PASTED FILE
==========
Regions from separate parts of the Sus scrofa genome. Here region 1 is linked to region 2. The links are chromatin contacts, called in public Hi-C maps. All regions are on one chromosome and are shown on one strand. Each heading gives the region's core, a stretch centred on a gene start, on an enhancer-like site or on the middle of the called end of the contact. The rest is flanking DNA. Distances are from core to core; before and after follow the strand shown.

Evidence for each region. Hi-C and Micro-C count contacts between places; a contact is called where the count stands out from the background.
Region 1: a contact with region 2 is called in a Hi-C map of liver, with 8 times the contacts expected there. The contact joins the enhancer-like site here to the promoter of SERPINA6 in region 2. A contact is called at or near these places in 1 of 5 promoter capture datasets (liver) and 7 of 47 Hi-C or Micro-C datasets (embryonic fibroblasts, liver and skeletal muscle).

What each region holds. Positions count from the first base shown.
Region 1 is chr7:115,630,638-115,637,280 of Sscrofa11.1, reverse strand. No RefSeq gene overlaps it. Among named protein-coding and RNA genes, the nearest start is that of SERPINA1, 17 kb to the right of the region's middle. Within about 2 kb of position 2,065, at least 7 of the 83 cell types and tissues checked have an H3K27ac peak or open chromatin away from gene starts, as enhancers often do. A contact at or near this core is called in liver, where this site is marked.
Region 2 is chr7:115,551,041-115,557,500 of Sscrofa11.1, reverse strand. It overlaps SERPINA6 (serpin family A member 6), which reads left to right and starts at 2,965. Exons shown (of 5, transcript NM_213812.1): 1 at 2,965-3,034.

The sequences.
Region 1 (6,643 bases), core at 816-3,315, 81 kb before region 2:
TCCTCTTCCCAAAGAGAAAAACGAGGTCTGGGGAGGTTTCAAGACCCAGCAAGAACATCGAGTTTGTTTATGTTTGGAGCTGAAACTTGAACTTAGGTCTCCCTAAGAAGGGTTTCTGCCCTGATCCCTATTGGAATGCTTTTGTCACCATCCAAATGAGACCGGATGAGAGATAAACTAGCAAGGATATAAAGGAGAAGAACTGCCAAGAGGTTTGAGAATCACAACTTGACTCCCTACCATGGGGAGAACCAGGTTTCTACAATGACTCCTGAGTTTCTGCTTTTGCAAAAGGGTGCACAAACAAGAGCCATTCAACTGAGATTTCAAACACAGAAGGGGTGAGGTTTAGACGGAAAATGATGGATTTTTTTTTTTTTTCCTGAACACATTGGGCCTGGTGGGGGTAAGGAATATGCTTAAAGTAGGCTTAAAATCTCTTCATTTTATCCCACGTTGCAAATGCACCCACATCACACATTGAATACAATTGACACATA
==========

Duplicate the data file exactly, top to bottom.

Regions from separate parts of the Sus scrofa genome. Here region 1 is linked to region 2. The links are chromatin contacts, called in public Hi-C maps. All regions are on one chromosome and are shown on one strand. Each heading gives the region's core, a stretch centred on a gene start, on an enhancer-like site or on the middle of the called end of the contact. The rest is flanking DNA. Distances are from core to core; before and after follow the strand shown.

Evidence for each region. Hi-C and Micro-C count contacts between places; a contact is called where the count stands out from the background.
Region 1: a contact with region 2 is called in a Hi-C map of liver, with 8 times the contacts expected there. The contact joins the enhancer-like site here to the promoter of SERPINA6 in region 2. A contact is called at or near these places in 1 of 5 promoter capture datasets (liver) and 7 of 47 Hi-C or Micro-C datasets (embryonic fibroblasts, liver and skeletal muscle).

What each region holds. Positions count from the first base shown.
Region 1 is chr7:115,630,638-115,637,280 of Sscrofa11.1, reverse strand. No RefSeq gene overlaps it. Among named protein-coding and RNA genes, the nearest start is that of SERPINA1, 17 kb to the right of the region's middle. Within about 2 kb of position 2,065, at least 7 of the 83 cell types and tissues checked have an H3K27ac peak or open chromatin away from gene starts, as enhancers often do. A contact at or near this core is called in liver, where this site is marked.
Region 2 is chr7:115,551,041-115,557,500 of Sscrofa11.1, reverse strand. It overlaps SERPINA6 (serpin family A member 6), which reads left to right and starts at 2,965. Exons shown (of 5, transcript NM_213812.1): 1 at 2,965-3,034.

The sequences.
Region 1 (6,643 bases), core at 816-3,315, 81 kb before region 2:
TCCTCTTCCCAAAGAGAAAAACGAGGTCTGGGGAGGTTTCAAGACCCAGCAAGAACATCGAGTTTGTTTATGTTTGGAGCTGAAACTTGAACTTAGGTCTCCCTAAGAAGGGTTTCTGCCCTGATCCCTATTGGAATGCTTTTGTCACCATCCAAATGAGACCGGATGAGAGATAAACTAGCAAGGATATAAAGGAGAAGAACTGCCAAGAGGTTTGAGAATCACAACTTGACTCCCTACCATGGGGAGAACCAGGTTTCTACAATGACTCCTGAGTTTCTGCTTTTGCAAAAGGGTGCACAAACAAGAGCCATTCAACTGAGATTTCAAACACAGAAGGGGTGAGGTTTAGACGGAAAATGATGGATTTTTTTTTTTTTTCCTGAACACATTGGGCCTGGTGGGGGTAAGGAATATGCTTAAAGTAGGCTTAAAATCTCTTCATTTTATCCCACGTTGCAAATGCACCCACATCACACATTGAATACAATTGACACATA